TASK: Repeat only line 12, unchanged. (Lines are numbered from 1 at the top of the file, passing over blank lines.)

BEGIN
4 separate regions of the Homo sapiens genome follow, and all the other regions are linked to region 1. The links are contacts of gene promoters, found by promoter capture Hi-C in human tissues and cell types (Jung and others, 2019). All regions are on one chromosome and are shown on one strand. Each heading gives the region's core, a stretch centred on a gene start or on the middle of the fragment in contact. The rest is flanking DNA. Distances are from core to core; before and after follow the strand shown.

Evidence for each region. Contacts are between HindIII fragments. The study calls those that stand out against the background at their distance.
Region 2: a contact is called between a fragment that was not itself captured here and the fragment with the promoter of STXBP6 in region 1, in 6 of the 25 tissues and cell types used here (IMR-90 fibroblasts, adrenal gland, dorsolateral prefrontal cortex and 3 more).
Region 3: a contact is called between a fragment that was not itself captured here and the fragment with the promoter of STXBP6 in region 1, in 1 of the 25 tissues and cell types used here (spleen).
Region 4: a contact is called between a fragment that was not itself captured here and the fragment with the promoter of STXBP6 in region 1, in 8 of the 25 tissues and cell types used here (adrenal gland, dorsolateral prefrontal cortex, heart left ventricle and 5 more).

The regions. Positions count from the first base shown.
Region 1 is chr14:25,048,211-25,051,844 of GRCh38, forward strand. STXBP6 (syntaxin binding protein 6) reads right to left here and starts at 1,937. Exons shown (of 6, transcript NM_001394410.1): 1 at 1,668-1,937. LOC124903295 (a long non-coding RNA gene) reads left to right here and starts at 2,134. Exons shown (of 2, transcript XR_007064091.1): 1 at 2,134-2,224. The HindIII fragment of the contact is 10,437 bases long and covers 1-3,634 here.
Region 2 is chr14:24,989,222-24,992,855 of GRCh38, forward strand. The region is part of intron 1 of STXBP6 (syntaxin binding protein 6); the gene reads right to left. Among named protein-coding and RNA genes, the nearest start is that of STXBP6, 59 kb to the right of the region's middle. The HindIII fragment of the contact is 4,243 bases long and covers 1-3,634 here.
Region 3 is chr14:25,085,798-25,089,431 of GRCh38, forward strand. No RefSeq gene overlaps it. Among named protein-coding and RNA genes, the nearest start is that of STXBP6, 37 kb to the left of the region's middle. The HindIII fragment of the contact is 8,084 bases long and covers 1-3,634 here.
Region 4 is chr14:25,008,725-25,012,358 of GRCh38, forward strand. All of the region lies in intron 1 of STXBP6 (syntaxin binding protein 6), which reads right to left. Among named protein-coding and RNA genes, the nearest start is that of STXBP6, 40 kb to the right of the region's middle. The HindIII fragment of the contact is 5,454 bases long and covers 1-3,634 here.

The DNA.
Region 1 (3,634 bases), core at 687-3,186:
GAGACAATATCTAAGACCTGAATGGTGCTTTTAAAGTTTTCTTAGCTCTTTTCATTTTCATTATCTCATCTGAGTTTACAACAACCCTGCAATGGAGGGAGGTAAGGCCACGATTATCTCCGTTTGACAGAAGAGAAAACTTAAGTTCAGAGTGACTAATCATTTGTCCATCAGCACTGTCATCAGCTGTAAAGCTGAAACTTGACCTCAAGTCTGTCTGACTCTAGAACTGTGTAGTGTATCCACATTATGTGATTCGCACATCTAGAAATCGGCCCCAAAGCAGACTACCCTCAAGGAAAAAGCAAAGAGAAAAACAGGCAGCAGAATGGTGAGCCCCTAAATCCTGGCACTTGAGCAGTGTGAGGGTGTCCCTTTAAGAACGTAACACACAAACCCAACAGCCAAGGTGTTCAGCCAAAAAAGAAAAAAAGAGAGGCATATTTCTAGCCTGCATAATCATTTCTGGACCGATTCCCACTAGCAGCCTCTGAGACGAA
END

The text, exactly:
Region 1 (3,634 bases), core at 687-3,186: